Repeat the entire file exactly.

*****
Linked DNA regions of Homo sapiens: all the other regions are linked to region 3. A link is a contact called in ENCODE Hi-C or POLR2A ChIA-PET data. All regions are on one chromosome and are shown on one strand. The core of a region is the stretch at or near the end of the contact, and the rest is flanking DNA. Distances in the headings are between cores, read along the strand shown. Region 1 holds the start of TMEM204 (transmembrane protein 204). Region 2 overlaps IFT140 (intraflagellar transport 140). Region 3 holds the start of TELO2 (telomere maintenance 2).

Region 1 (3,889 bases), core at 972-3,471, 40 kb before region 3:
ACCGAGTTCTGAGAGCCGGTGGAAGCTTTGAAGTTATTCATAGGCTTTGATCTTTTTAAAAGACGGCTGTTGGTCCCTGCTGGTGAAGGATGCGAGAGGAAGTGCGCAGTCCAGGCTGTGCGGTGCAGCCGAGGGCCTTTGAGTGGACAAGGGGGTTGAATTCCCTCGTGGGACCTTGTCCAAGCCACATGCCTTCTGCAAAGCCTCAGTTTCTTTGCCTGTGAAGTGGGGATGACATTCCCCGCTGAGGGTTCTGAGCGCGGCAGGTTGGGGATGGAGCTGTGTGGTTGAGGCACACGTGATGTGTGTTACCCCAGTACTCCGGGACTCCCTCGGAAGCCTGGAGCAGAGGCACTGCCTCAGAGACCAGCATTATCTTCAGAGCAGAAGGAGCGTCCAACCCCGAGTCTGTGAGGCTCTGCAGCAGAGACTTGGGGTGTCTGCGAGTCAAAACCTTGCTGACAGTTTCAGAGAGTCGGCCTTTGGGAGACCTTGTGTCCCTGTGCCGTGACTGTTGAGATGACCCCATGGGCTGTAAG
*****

Linked DNA regions of Homo sapiens: all the other regions are linked to region 3. A link is a contact called in ENCODE Hi-C or POLR2A ChIA-PET data. All regions are on one chromosome and are shown on one strand. The core of a region is the stretch at or near the end of the contact, and the rest is flanking DNA. Distances in the headings are between cores, read along the strand shown. Region 1 holds the start of TMEM204 (transmembrane protein 204). Region 2 overlaps IFT140 (intraflagellar transport 140). Region 3 holds the start of TELO2 (telomere maintenance 2).

Region 1 (3,889 bases), core at 972-3,471, 40 kb before region 3:
ACCGAGTTCTGAGAGCCGGTGGAAGCTTTGAAGTTATTCATAGGCTTTGATCTTTTTAAAAGACGGCTGTTGGTCCCTGCTGGTGAAGGATGCGAGAGGAAGTGCGCAGTCCAGGCTGTGCGGTGCAGCCGAGGGCCTTTGAGTGGACAAGGGGGTTGAATTCCCTCGTGGGACCTTGTCCAAGCCACATGCCTTCTGCAAAGCCTCAGTTTCTTTGCCTGTGAAGTGGGGATGACATTCCCCGCTGAGGGTTCTGAGCGCGGCAGGTTGGGGATGGAGCTGTGTGGTTGAGGCACACGTGATGTGTGTTACCCCAGTACTCCGGGACTCCCTCGGAAGCCTGGAGCAGAGGCACTGCCTCAGAGACCAGCATTATCTTCAGAGCAGAAGGAGCGTCCAACCCCGAGTCTGTGAGGCTCTGCAGCAGAGACTTGGGGTGTCTGCGAGTCAAAACCTTGCTGACAGTTTCAGAGAGTCGGCCTTTGGGAGACCTTGTGTCCCTGTGCCGTGACTGTTGAGATGACCCCATGGGCTGTAAG